Cotton Stories

Delungra growers are taking cotton to new heights

18 Nov 2019
JohN Thompson
John Thompson from Delunga is taking cotton to new heights

As the Australian cotton industry shifts further east, Delungra dryland grower John Thompson has learned a thing or two about what it takes to achieve productivity and profitability gains in a region not traditionally suited to cotton production.

John farms with wife Sarah on their mixed cropping and grazing operation, 20 kilometres north west of Inverell, in the eastern edges of the Gwydir Valley.

After watching the success of dryland cotton at nearby ‘Wallangra Station’ for the preceding two seasons, John and Sarah decided to plant cotton as part of their summer crop rotation for the first time over the 2016-17 season.

“I was really curious to see how it would go at this altitude and this far east – and it went really well for us (that year),” said John.

“My theory behind growing cotton is that it’s an exponential return if you grow the big yield.”

It paid off for the couple, achieving a yield of 3.88 bales per hectare and taking out the Gwydir Valley Cotton Growers Association Dryland Crop of the Year in their first season.

It was also one of the most elevated cotton crops in Australia, planted at 650 metres above sea level.

After a rotation out of cotton in the 2017-18 season, John and Sarah planted cotton again in 2018.

“As soon as (the price) hit over $600 (per bale), we got excited,” said John.

As one of the first farmers to grow cotton in the area, John sees great potential for dryland cotton as a profitable and sustainable rotational option.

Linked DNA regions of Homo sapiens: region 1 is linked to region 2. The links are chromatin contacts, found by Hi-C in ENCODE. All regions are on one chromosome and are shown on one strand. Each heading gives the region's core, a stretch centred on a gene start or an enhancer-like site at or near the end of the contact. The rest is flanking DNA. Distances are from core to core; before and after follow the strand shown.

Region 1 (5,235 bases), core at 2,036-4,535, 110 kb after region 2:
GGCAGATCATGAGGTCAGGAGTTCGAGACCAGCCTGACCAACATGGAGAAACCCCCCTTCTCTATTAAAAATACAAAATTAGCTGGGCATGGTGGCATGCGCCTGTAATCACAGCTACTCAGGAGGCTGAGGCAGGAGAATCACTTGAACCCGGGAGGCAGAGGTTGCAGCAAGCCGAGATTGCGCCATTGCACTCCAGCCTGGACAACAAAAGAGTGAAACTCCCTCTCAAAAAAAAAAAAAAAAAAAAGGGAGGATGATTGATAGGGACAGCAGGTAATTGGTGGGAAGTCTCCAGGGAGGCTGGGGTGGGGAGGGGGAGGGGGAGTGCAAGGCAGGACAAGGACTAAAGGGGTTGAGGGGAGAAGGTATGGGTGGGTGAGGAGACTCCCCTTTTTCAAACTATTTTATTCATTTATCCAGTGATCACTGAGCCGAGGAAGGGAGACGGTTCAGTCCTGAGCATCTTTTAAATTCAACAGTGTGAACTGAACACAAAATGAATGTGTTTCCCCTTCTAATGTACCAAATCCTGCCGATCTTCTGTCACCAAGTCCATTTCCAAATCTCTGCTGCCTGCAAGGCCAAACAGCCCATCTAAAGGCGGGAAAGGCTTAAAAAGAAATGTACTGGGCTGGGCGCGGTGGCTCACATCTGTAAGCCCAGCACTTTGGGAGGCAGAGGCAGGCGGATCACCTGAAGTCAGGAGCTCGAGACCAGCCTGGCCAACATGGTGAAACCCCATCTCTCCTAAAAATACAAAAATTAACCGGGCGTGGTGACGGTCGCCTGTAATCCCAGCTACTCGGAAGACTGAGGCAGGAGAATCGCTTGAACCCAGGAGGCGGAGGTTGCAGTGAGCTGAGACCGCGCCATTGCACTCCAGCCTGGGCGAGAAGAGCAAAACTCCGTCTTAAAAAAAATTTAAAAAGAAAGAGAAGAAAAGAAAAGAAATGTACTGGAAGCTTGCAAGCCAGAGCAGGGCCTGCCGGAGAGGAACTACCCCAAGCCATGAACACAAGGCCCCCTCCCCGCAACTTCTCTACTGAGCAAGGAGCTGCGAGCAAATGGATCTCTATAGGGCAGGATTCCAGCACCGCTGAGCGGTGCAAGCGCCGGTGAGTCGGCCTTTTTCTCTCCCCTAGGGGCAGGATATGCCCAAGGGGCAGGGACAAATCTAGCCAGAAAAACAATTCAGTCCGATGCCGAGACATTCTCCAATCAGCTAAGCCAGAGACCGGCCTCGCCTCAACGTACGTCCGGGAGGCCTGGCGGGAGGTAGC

“Being further east, there are some benefits – higher altitudes so therefore cooler nights, higher rainfall – and that does help with surety,” he said.

“We’ve had terrific industry support, everyone’s been really positive – CSD, Bayer – and also getting pickers to come here has fortuitously worked out quite timely for us.”

The Thompsons are also part of Cotton Seed Distributors (CSD) variety trial program, testing out the suitability of different varieties for their production system.

CSD Extension and Development Agronomist for the Gwydir Valley, Alice Curkpatrick, sees great opportunities for cotton production in the region.

“It’s really exciting to see cotton growing east of the Gwydir,” said Alice.

“I feel like there’s real potential in this part of the world with the milder summers, higher rainfall and some beautiful cotton growing soils.

“CSD are really keen to see cotton growing east of the Gwydir. We’re trying different varieties, seeing what grows best and we’re happy to help out any farmers who are interested in getting involved.”

“I’d definitely encourage other growers in the area to have a look at cotton and consider it,” said John.